Parkinson Disease and Hydrotherapy Clinical Trial
Acute Effects of Strength Training in Shallow Water and Dry Land and High-intensity Training in Shallow and Deep Water, on Functional Measures and Biochemistries of Individuals With Parkinson's Disease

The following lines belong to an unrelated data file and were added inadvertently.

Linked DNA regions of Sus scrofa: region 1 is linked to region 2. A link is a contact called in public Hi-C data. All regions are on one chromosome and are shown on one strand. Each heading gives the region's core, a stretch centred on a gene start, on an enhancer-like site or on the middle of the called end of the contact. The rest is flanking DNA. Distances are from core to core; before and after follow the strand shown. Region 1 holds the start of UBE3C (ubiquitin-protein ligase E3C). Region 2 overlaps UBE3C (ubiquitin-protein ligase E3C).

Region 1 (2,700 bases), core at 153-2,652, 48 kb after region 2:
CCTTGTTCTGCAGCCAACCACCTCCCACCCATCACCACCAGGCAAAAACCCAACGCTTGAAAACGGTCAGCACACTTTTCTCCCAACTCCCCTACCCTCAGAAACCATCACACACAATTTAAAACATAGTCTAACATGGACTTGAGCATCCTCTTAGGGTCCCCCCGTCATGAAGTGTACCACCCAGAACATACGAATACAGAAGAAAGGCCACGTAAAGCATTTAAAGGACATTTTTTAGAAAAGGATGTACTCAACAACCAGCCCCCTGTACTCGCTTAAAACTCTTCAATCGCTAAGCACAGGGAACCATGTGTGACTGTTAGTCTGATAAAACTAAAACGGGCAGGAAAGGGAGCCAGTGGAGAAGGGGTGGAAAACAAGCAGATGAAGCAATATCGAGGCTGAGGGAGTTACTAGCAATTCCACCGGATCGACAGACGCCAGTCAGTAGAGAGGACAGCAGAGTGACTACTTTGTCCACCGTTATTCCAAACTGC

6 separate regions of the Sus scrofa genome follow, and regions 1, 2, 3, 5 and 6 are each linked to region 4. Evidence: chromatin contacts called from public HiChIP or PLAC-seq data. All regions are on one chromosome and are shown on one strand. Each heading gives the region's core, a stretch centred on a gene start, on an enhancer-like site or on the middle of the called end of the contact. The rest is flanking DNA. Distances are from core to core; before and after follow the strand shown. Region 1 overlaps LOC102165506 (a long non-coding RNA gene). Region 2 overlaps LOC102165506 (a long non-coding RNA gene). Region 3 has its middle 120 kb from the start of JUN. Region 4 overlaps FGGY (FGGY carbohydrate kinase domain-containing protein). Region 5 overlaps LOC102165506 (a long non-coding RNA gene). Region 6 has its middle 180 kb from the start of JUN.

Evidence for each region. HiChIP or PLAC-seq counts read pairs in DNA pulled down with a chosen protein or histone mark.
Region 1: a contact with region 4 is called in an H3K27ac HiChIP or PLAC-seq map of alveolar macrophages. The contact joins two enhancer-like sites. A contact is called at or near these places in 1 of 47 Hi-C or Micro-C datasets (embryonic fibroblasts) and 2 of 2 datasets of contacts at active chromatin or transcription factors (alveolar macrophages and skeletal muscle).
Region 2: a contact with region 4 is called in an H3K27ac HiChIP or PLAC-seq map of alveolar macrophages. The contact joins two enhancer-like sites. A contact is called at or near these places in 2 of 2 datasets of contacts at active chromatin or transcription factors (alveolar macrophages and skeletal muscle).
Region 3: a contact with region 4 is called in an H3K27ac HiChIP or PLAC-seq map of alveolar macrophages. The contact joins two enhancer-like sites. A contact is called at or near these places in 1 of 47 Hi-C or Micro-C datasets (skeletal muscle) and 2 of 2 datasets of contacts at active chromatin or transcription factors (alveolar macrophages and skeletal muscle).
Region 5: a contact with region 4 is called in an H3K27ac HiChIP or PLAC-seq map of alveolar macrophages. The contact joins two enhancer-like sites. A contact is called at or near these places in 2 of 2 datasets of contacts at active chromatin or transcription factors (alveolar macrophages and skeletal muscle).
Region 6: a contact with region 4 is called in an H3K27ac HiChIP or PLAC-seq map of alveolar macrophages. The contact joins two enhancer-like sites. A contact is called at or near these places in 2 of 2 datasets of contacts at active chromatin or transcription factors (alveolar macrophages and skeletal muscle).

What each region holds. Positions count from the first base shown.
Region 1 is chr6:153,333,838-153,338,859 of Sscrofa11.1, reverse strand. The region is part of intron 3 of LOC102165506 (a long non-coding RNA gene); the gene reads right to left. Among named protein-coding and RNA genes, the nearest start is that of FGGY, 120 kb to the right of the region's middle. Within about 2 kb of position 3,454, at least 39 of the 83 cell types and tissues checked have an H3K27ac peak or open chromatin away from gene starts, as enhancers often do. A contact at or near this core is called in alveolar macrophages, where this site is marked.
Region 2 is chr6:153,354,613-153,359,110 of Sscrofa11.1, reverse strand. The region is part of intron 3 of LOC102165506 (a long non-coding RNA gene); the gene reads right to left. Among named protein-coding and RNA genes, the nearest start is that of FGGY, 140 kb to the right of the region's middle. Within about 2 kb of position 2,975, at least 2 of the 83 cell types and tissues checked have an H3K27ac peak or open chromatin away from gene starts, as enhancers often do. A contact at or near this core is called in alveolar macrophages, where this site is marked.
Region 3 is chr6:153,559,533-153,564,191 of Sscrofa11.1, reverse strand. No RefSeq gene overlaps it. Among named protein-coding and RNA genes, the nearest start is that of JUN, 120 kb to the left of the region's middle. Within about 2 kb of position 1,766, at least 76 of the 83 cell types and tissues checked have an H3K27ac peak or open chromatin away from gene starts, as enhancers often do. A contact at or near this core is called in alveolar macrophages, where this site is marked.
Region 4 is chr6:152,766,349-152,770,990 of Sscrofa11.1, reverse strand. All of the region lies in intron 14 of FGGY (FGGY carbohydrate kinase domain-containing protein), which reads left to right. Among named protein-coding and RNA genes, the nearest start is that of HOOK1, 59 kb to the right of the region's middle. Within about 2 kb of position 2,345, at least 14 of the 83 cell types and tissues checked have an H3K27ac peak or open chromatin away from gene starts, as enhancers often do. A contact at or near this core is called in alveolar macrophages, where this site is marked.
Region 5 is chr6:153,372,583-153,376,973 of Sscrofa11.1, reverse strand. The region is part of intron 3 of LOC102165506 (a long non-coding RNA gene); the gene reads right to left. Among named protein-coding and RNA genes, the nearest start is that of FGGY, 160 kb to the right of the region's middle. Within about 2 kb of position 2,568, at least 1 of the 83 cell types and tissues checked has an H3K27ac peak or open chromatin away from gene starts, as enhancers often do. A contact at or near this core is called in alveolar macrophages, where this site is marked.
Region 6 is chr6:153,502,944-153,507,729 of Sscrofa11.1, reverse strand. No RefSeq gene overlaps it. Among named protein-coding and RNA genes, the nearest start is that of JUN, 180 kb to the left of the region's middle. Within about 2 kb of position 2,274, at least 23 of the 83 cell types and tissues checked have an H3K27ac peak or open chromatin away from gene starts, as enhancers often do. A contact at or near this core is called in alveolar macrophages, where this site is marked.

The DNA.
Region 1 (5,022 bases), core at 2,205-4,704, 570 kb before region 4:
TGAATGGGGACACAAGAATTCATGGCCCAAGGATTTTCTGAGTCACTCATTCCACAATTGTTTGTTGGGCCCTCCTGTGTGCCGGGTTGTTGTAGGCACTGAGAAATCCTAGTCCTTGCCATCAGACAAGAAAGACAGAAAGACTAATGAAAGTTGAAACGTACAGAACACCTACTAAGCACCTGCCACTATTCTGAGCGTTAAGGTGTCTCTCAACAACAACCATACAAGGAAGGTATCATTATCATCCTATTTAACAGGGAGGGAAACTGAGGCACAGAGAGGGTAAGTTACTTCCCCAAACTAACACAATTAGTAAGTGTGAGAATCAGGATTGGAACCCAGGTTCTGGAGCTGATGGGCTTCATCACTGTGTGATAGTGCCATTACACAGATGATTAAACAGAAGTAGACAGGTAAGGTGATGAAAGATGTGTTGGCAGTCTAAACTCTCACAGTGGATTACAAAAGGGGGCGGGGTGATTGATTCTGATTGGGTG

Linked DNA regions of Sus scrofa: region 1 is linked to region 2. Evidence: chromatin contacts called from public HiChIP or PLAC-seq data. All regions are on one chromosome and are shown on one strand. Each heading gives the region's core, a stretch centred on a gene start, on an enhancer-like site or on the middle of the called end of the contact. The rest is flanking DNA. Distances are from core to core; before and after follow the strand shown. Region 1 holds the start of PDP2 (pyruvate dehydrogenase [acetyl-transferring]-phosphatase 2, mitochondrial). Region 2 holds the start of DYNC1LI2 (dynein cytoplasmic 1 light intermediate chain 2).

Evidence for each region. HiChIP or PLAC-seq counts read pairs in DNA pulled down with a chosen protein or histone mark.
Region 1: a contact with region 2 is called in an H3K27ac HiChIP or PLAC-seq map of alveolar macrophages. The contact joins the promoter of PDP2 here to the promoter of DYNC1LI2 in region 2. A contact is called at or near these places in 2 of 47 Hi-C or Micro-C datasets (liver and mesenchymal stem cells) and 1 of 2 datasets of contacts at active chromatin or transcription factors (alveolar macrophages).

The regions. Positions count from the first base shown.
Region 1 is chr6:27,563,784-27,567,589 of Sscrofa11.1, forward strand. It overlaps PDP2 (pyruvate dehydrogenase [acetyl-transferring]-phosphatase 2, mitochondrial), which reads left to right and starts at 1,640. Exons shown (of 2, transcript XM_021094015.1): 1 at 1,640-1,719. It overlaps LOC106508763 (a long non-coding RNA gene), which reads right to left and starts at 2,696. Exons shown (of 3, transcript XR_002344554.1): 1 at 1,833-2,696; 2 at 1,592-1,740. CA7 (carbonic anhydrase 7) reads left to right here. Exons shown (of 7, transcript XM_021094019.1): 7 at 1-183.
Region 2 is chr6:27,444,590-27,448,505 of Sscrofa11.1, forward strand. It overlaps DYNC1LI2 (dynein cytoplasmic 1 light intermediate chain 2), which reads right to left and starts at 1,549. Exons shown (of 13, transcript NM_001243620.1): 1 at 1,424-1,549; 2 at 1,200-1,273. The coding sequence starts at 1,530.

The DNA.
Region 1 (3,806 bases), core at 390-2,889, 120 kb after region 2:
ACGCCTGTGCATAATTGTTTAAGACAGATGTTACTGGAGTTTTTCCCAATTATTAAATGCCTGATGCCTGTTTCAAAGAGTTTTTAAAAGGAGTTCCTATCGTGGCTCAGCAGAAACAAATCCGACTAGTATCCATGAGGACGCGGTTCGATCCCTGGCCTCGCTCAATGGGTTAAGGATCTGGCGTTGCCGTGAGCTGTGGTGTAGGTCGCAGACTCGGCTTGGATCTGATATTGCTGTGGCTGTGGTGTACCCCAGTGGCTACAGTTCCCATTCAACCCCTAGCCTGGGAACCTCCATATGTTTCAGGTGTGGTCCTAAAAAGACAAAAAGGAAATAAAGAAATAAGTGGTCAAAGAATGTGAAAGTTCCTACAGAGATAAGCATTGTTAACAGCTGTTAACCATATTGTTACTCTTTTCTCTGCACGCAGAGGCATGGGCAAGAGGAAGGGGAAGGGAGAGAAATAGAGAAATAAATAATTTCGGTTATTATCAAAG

Introduction: Parkinson's disease (PD) is the second most common neurodegenerative disease in the elderly. Chronic and progressive, it includes loss of dopamine, a neurotransmitter involved in the regulation of movement. Thus, functional changes, such as postural disorders, trunk flexor pattern, muscle activation deficits, impairment of gait, balance, and mobility are common findings in this population. Once there is dopaminergic depletion, it is important to identify mechanisms that act in the production and survival of nigral dopaminergic neurons, like the brain-derived neurotrophic factor (BDNF). Studies describe a correlation between serum BDNF levels and PD motor dysfunction. Still, it is presumed that physical therapy can positively regulate substances that act directly on the Central Nervous System, such as BDNF. Physical exercise, in addition to promoting biochemical modulations in PD, can provide benefits in motor symptoms that sometimes do not improve with drugs. Conventional physiotherapy performed on dry land is a therapeutic resource used in PD. The conventional physiotherapy is useful for management of functional changes caused by PD due to muscle strengthening exercises. These exercises can be adapted and performed in water, at different depths, shallow and deep water. Thus, aquatic physiotherapy has been shown to be able to interfere in PD motor disorders, with perspective of maximizing the rehabilitation program effects due to the physical properties of water. These reasons, in addition to the large use of these interventions in the clinical practice and their likely benefits in the PD alterations, suggest the importance of studies in this area. Furthermore, the immediate effects of strengthening interventions with global extensor musculature emphasis on global extensor musculature, and of high-intensity training protocols, which encompass different environments and different depths, on functional and biochemical measures of PD are poorly studied. Objectives: To verify the acute effects of a global extensor musculature strength training protocol, performed on dry land and shallow water, and of a high-intensity training protocol performed in shallow and deep water on functional and biochemical measurements of individuals with PD. Methods: This will be a single-blind crossover, cross-sectional study with a 24-hour follow-up. The sample will be composed of subjects between 50 and 70 years old, classified from 1 to 3 in the Hoehn and Yahr scale, with a PD diagnosis rigid-akinetic and/or tremor-dominant type in the "OFF" period of the medication. In this research there will be an intervention group (IG) composed of individuals with Parkinson's disease and a control group (CG) of healthy individuals. Both will be randomly distributed in a randomized way and submitted to two different training sessions, for 60 minutes, at different times, in order to analyze the acute effects and follow-up of the following interventions: a strength training of the global extensor musculature in dry land and shallow water (120 cm deep) and high-intensity training (Borg Scale), at different depths: shallow water (120 cm deep) and deep water. To characterize the sample, anamnesis and Motor Examination of Movement Disorder Society Unified Parkinson Disease Rating Scale (MDS-UPDRS III) will be performed. The individuals will be submitted to pre, post and 24h evaluations after the intervention. Functional measures will be analyzed: postural stability, by stabilometry; strength, by isokinetic dynamometry; spatiotemporal gait variables, with kinematic analysis; balance, with Berg Balance Scale and functional mobility with Timed Up and Go test and biochemical analysis: venous blood collection and ELISA test will be performed measuring serum BDNF levels. In this way, the acute effects of the global extensor musculature strength training protocol and of high-intensity training on the different variables analyzed, environments, depths and moments of evaluation will be analyzed and compared.